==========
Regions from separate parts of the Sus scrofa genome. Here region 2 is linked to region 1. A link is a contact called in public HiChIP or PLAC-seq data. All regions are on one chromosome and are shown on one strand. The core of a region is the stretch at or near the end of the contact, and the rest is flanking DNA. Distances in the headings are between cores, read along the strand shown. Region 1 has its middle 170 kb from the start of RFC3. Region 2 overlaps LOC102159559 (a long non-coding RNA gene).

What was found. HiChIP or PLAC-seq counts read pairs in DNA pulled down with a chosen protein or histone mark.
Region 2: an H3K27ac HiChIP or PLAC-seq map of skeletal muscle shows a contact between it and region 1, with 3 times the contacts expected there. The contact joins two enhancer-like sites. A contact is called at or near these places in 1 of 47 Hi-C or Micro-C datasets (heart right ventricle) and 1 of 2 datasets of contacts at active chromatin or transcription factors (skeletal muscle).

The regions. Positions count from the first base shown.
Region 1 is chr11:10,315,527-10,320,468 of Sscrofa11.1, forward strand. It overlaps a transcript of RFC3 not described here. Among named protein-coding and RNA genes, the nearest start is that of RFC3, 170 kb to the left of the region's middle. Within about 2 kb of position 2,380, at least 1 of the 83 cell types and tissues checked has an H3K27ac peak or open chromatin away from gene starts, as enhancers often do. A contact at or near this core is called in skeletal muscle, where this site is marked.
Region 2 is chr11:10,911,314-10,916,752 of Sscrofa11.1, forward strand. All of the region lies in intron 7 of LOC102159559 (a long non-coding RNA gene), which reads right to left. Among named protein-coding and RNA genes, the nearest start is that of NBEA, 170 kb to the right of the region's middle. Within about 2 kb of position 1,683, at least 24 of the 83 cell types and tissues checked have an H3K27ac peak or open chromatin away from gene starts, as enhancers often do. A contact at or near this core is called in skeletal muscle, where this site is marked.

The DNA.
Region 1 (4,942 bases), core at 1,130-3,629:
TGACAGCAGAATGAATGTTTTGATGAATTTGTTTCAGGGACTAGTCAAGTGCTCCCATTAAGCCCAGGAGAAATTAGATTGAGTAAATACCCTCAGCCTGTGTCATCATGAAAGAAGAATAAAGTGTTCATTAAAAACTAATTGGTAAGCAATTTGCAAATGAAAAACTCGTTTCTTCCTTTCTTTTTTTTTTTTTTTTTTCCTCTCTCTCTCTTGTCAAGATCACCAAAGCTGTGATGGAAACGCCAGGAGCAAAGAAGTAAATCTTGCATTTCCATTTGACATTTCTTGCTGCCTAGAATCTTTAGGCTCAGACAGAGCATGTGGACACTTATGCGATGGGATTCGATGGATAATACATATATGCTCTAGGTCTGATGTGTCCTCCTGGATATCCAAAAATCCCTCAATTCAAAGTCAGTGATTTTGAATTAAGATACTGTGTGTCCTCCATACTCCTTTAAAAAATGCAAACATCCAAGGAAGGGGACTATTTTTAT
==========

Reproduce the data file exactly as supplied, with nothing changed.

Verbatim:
Regions from separate parts of the Sus scrofa genome. Here region 2 is linked to region 1. A link is a contact called in public HiChIP or PLAC-seq data. All regions are on one chromosome and are shown on one strand. The core of a region is the stretch at or near the end of the contact, and the rest is flanking DNA. Distances in the headings are between cores, read along the strand shown. Region 1 has its middle 170 kb from the start of RFC3. Region 2 overlaps LOC102159559 (a long non-coding RNA gene).

What was found. HiChIP or PLAC-seq counts read pairs in DNA pulled down with a chosen protein or histone mark.
Region 2: an H3K27ac HiChIP or PLAC-seq map of skeletal muscle shows a contact between it and region 1, with 3 times the contacts expected there. The contact joins two enhancer-like sites. A contact is called at or near these places in 1 of 47 Hi-C or Micro-C datasets (heart right ventricle) and 1 of 2 datasets of contacts at active chromatin or transcription factors (skeletal muscle).

The regions. Positions count from the first base shown.
Region 1 is chr11:10,315,527-10,320,468 of Sscrofa11.1, forward strand. It overlaps a transcript of RFC3 not described here. Among named protein-coding and RNA genes, the nearest start is that of RFC3, 170 kb to the left of the region's middle. Within about 2 kb of position 2,380, at least 1 of the 83 cell types and tissues checked has an H3K27ac peak or open chromatin away from gene starts, as enhancers often do. A contact at or near this core is called in skeletal muscle, where this site is marked.
Region 2 is chr11:10,911,314-10,916,752 of Sscrofa11.1, forward strand. All of the region lies in intron 7 of LOC102159559 (a long non-coding RNA gene), which reads right to left. Among named protein-coding and RNA genes, the nearest start is that of NBEA, 170 kb to the right of the region's middle. Within about 2 kb of position 1,683, at least 24 of the 83 cell types and tissues checked have an H3K27ac peak or open chromatin away from gene starts, as enhancers often do. A contact at or near this core is called in skeletal muscle, where this site is marked.

The DNA.
Region 1 (4,942 bases), core at 1,130-3,629:
TGACAGCAGAATGAATGTTTTGATGAATTTGTTTCAGGGACTAGTCAAGTGCTCCCATTAAGCCCAGGAGAAATTAGATTGAGTAAATACCCTCAGCCTGTGTCATCATGAAAGAAGAATAAAGTGTTCATTAAAAACTAATTGGTAAGCAATTTGCAAATGAAAAACTCGTTTCTTCCTTTCTTTTTTTTTTTTTTTTTTCCTCTCTCTCTCTTGTCAAGATCACCAAAGCTGTGATGGAAACGCCAGGAGCAAAGAAGTAAATCTTGCATTTCCATTTGACATTTCTTGCTGCCTAGAATCTTTAGGCTCAGACAGAGCATGTGGACACTTATGCGATGGGATTCGATGGATAATACATATATGCTCTAGGTCTGATGTGTCCTCCTGGATATCCAAAAATCCCTCAATTCAAAGTCAGTGATTTTGAATTAAGATACTGTGTGTCCTCCATACTCCTTTAAAAAATGCAAACATCCAAGGAAGGGGACTATTTTTAT